14. 14. Things to watch out for • Poor Jenkins performance with network storage • Jenkins slave pods may get re-used if long-lived • Lack of access control for Helm • Enable SSL and deploy tiller per namespace with RBAC • Don’t use latest tag with images • If the config doesn’t change, Kubernetes won’t see it as an update • Use AlwaysPullImages admission controller • helm --wait only requires minimum pod count to be satisfied • For replicas=1 and maxUnavailable=1 that is zero! /* Discover. Collaborate. Deploy. */ 14
  15. 15. Microservice Builder and Microclimate • Microservice Builder provides a dev-ops pipeline based on the community Jenkins chart and adding: • Opinionated Jenkins library • Docker images pre-built with plugins and adding Power support • GitHub org and oauth plugins • Microclimate provides a containerized development environment capable of running locally or on Kubernetes • Generates starter templates for Java (Spring or MicroProfile), Node.js and Swift containing application source, Dockerfile, Helm chart, … • Rapid iterative build/run/test in a containerized environment • Option to use a web based or local IDE /* Discover. Collaborate. Deploy. */ 15
  16. 16. Other IBM Helm Charts /* Discover. Collaborate. Deploy. */ 16
  17. 17. Notices and disclaimers • © 2018 International Business Machines Corporation. No part of this document may be reproduced or transmitted in any form without written permission from IBM. • U.S. Government Users Restricted Rights — use, duplication or disclosure restricted by GSA ADP Schedule Contract with IBM. • Information in these presentations (including information relating to products that have not yet been announced by IBM) has been reviewed for accuracy as of the date of initial publication and could include unintentional technical or typographical errors. IBM shall have no responsibility to update this information. This document is distributed “as is” without any warranty, either express or implied. In no event, shall IBM be liable for any damage arising from the use of this information, including but not limited to, loss of data, business interruption, loss of profit or loss of opportunity. IBM products and services are warranted per the terms and conditions of the agreements under which they are provided. • IBM products are manufactured from new parts or new and used parts. In some cases, a product may not be new and may have been previously installed. Regardless, our warranty terms apply.” • Any statements regarding IBM's future direction, intent or product plans are subject to change or withdrawal without notice. • Performance data contained herein was generally obtained in a controlled, isolated environments. Customer examples are presented as illustrations of how those • customers have used IBM products and the results they may have achieved. Actual performance, cost, savings or other results in other operating environments may vary. • References in this document to IBM products, programs, or services does not imply that IBM intends to make such products, programs or services available in all countries in which IBM operates or does business. • Workshops, sessions and associated materials may have been prepared by independent session speakers, and do not necessarily reflect the views of IBM. All materials and discussions are provided for informational purposes only, and are neither intended to, nor shall constitute legal or other guidance or advice to any individual participant or their specific situation. • It is the customer’s responsibility to insure its own compliance with legal requirements and to obtain advice of competent legal counsel as to the identification and interpretation of any relevant laws and regulatory requirements that may affect the customer’s business and any actions the customer may need to take to comply with such laws. IBM does not provide legal advice or represent or warrant that its services or products will ensure that the customer follows any law. 17/* Discover. Collaborate. Deploy. */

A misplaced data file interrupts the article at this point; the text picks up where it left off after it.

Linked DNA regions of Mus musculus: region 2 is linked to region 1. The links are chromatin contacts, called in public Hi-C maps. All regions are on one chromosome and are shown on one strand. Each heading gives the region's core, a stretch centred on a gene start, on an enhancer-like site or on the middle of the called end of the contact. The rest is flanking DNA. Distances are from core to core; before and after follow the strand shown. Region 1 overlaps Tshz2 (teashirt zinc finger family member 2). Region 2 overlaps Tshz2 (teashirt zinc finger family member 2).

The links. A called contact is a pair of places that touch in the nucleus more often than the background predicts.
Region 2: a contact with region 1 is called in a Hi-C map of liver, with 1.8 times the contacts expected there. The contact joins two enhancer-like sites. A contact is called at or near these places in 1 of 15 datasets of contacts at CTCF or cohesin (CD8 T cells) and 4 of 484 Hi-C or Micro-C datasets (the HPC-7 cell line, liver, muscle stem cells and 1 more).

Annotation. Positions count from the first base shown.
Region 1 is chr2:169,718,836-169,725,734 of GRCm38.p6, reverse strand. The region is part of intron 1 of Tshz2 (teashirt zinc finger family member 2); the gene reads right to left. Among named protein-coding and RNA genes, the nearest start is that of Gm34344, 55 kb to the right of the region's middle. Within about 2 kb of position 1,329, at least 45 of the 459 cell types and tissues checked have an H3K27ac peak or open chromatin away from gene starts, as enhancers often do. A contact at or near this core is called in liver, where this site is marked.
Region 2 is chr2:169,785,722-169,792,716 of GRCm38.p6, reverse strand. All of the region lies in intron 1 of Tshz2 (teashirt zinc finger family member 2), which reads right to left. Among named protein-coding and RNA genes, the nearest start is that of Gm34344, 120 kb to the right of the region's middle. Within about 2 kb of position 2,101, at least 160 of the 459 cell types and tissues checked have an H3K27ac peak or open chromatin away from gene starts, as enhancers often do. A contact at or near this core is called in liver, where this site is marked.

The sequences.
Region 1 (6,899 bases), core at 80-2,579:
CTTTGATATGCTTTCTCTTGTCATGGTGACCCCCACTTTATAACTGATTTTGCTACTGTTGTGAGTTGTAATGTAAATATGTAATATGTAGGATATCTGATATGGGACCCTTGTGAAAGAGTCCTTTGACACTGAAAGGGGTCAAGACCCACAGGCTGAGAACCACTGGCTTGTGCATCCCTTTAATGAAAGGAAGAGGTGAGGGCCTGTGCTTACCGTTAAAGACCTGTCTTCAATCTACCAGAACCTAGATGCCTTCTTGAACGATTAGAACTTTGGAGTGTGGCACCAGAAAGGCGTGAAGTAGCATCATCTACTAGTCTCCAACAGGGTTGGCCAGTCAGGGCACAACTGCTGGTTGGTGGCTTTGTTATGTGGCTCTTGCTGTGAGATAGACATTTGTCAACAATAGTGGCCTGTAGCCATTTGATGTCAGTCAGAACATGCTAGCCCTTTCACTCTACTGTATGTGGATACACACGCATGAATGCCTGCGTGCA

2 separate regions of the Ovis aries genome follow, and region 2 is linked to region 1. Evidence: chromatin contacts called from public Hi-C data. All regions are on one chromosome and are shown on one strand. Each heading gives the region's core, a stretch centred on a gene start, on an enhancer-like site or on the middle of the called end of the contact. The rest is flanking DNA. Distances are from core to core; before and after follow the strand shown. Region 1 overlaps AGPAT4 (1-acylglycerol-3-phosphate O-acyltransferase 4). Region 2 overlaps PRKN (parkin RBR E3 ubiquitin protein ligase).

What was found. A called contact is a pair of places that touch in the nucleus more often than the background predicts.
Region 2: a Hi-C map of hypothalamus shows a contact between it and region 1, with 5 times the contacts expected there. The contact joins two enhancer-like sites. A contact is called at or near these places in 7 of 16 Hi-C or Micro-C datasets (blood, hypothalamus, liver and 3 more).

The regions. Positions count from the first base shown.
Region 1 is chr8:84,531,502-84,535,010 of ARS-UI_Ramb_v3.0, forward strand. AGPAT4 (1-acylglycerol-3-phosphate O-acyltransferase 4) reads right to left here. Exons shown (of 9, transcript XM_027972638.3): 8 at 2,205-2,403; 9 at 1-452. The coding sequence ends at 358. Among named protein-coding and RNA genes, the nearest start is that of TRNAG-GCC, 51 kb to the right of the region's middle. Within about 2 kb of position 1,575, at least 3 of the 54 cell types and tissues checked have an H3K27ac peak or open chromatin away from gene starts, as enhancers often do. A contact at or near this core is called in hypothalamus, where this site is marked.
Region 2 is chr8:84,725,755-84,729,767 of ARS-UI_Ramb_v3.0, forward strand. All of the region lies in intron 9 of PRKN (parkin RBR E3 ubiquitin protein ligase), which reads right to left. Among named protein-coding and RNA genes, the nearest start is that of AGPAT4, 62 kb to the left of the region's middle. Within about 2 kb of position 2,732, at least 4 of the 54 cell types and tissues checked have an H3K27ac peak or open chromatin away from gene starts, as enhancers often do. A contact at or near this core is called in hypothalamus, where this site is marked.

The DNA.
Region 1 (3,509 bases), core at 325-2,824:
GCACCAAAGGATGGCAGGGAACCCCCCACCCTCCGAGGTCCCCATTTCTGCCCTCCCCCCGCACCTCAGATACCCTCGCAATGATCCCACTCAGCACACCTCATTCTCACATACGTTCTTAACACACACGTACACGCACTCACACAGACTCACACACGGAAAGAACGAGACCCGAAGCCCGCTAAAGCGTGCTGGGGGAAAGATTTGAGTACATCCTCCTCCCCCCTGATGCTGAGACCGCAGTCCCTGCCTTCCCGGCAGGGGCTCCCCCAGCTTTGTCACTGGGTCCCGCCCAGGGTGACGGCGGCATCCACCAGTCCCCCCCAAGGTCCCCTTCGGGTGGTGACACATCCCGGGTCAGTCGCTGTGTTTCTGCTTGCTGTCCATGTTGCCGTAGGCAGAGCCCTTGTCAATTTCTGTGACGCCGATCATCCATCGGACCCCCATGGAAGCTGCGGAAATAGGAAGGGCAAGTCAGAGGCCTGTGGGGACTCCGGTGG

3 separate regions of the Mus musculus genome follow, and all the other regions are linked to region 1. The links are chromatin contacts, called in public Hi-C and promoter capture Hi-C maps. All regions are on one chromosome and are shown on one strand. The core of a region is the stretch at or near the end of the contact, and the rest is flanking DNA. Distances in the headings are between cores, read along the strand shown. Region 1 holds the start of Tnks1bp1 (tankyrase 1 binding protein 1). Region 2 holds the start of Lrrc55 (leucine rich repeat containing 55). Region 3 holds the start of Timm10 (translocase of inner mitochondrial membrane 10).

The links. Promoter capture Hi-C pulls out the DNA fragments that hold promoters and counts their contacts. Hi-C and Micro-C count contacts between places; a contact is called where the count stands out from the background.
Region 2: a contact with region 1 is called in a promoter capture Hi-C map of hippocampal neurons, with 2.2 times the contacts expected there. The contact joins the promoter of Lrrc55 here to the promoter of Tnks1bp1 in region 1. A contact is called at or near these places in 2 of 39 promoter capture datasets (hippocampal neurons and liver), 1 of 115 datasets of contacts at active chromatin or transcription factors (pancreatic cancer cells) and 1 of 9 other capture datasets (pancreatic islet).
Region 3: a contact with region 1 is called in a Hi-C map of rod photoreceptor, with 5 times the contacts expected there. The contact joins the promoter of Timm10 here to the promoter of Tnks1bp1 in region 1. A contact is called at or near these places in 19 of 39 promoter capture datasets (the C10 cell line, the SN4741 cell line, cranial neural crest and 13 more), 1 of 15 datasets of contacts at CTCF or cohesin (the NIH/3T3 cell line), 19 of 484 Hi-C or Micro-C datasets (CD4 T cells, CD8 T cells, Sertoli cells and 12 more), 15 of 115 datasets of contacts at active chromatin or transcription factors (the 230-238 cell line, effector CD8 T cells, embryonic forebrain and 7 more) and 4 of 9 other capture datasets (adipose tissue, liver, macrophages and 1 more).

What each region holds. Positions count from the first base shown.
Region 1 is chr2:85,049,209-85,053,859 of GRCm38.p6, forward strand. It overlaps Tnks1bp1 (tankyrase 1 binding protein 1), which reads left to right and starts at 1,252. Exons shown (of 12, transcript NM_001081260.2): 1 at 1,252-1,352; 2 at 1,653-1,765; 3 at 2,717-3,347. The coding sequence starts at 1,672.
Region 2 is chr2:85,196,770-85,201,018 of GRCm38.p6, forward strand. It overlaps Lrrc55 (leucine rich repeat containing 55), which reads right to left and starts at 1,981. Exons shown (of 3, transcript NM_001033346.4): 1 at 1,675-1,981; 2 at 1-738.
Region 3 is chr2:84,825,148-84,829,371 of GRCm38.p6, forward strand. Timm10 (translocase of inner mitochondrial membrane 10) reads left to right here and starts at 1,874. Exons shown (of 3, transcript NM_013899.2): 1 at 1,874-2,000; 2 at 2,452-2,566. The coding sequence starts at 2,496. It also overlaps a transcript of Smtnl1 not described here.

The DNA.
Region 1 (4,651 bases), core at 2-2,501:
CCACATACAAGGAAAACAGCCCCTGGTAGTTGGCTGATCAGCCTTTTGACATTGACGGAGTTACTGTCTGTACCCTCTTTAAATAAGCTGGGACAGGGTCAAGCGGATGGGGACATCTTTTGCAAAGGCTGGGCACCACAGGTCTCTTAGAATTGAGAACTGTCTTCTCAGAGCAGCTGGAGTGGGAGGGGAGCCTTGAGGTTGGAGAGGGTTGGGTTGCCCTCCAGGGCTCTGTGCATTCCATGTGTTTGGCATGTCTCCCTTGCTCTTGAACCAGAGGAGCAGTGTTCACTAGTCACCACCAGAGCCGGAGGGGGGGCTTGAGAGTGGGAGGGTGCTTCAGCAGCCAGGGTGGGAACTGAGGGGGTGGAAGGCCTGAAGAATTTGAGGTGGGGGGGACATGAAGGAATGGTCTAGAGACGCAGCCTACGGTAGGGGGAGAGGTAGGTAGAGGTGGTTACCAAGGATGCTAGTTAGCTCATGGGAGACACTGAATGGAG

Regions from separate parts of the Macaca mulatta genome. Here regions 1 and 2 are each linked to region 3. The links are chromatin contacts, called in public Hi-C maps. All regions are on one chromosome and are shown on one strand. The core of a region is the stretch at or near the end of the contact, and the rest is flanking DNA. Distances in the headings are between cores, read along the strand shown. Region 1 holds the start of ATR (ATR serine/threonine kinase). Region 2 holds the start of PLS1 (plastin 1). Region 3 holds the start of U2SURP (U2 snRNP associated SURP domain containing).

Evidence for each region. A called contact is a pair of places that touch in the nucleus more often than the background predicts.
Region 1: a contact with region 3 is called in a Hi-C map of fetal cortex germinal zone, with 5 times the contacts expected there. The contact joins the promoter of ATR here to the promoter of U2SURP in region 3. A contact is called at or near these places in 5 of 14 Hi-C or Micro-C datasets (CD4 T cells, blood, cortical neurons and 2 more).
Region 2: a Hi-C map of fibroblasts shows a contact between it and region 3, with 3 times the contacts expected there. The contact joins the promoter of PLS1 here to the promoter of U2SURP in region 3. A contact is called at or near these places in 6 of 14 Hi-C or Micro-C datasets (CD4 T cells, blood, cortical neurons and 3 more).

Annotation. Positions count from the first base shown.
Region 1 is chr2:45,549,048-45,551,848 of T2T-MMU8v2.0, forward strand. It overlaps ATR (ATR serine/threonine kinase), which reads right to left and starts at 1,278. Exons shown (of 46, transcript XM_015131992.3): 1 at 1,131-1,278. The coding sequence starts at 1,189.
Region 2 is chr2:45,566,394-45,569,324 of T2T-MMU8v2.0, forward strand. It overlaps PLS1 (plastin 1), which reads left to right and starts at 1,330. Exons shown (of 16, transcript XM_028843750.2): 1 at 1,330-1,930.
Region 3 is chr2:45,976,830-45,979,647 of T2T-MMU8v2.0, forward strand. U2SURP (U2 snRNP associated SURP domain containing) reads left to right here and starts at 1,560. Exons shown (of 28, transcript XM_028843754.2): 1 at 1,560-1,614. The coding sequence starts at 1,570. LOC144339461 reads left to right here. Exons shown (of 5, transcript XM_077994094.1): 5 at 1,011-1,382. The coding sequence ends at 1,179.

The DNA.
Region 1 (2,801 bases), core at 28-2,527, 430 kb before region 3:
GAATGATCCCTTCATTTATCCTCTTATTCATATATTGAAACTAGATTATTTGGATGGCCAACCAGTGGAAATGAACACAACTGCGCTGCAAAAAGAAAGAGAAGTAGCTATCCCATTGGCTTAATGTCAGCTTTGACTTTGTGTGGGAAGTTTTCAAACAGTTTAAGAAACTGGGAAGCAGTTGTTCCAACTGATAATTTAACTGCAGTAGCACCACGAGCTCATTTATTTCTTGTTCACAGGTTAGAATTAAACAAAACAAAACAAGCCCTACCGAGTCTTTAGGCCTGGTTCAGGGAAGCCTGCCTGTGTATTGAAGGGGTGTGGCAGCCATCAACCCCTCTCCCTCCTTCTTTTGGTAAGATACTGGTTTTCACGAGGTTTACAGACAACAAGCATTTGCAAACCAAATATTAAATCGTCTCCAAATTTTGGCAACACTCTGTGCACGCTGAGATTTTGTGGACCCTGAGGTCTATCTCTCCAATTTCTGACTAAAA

18. 18. Notices and disclaimers continued • Information concerning non-IBM products was obtained from the suppliers of those products, their published announcements or other publicly available sources. IBM has not tested those products about this publication and cannot confirm the accuracy of performance, compatibility or any other claims related to non-IBM products. Questions on the capabilities of non-IBM products should be addressed to the suppliers of those products. IBM does not warrant the quality of any third-party products, or the ability of any such third-party products to interoperate with IBM’s products. IBM expressly disclaims all warranties, expressed or implied, including but not limited to, the implied warranties of merchantability and fitness for a purpose. • The provision of the information contained herein is not intended to, and does not, grant any right or license under any IBM patents, copyrights, trademarks or other intellectual property right. • IBM, the IBM logo, and [names of other referenced IBM products and services used in the presentation] are trademarks of International Business Machines Corporation, registered in many jurisdictions worldwide. Other product and service names might be trademarks of IBM or other companies. A current list of IBM trademarks is available on the Web at "Copyright and trademark information" at: 18/* Discover. Collaborate. Deploy. */
  19. 19. Discover. Collaborate. Deploy. Continuous Delivery to Kubernetes with Jenkins and Helm David Currie | @dcurrie